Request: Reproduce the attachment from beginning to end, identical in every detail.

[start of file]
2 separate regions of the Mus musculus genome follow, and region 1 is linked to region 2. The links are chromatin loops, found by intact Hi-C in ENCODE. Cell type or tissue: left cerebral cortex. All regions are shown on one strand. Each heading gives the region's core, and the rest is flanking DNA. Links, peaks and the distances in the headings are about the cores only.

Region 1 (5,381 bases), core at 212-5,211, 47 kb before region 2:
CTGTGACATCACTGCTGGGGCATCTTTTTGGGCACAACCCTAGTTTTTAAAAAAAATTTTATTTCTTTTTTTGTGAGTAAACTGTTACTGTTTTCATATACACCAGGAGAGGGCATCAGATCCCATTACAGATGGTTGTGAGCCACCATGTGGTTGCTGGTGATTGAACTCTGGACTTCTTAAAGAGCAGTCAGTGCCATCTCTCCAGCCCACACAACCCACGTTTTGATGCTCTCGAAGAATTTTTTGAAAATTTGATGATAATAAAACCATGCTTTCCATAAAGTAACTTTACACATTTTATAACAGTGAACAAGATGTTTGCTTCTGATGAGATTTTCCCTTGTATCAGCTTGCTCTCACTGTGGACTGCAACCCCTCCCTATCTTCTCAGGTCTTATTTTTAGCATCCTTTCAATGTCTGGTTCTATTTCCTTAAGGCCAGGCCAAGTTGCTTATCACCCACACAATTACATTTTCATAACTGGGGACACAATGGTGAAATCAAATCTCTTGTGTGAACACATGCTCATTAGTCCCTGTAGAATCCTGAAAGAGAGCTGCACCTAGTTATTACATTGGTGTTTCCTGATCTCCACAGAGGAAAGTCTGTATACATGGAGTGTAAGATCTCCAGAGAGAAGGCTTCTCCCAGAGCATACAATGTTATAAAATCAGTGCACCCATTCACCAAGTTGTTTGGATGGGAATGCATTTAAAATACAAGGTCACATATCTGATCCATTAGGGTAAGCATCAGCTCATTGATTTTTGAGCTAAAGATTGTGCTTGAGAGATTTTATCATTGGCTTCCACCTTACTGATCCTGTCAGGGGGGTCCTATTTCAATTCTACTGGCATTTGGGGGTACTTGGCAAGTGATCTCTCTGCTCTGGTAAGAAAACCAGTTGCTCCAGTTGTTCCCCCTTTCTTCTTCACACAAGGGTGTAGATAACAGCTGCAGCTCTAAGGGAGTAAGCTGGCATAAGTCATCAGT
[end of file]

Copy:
2 separate regions of the Mus musculus genome follow, and region 1 is linked to region 2. The links are chromatin loops, found by intact Hi-C in ENCODE. Cell type or tissue: left cerebral cortex. All regions are shown on one strand. Each heading gives the region's core, and the rest is flanking DNA. Links, peaks and the distances in the headings are about the cores only.

Region 1 (5,381 bases), core at 212-5,211, 47 kb before region 2:
CTGTGACATCACTGCTGGGGCATCTTTTTGGGCACAACCCTAGTTTTTAAAAAAAATTTTATTTCTTTTTTTGTGAGTAAACTGTTACTGTTTTCATATACACCAGGAGAGGGCATCAGATCCCATTACAGATGGTTGTGAGCCACCATGTGGTTGCTGGTGATTGAACTCTGGACTTCTTAAAGAGCAGTCAGTGCCATCTCTCCAGCCCACACAACCCACGTTTTGATGCTCTCGAAGAATTTTTTGAAAATTTGATGATAATAAAACCATGCTTTCCATAAAGTAACTTTACACATTTTATAACAGTGAACAAGATGTTTGCTTCTGATGAGATTTTCCCTTGTATCAGCTTGCTCTCACTGTGGACTGCAACCCCTCCCTATCTTCTCAGGTCTTATTTTTAGCATCCTTTCAATGTCTGGTTCTATTTCCTTAAGGCCAGGCCAAGTTGCTTATCACCCACACAATTACATTTTCATAACTGGGGACACAATGGTGAAATCAAATCTCTTGTGTGAACACATGCTCATTAGTCCCTGTAGAATCCTGAAAGAGAGCTGCACCTAGTTATTACATTGGTGTTTCCTGATCTCCACAGAGGAAAGTCTGTATACATGGAGTGTAAGATCTCCAGAGAGAAGGCTTCTCCCAGAGCATACAATGTTATAAAATCAGTGCACCCATTCACCAAGTTGTTTGGATGGGAATGCATTTAAAATACAAGGTCACATATCTGATCCATTAGGGTAAGCATCAGCTCATTGATTTTTGAGCTAAAGATTGTGCTTGAGAGATTTTATCATTGGCTTCCACCTTACTGATCCTGTCAGGGGGGTCCTATTTCAATTCTACTGGCATTTGGGGGTACTTGGCAAGTGATCTCTCTGCTCTGGTAAGAAAACCAGTTGCTCCAGTTGTTCCCCCTTTCTTCTTCACACAAGGGTGTAGATAACAGCTGCAGCTCTAAGGGAGTAAGCTGGCATAAGTCATCAGT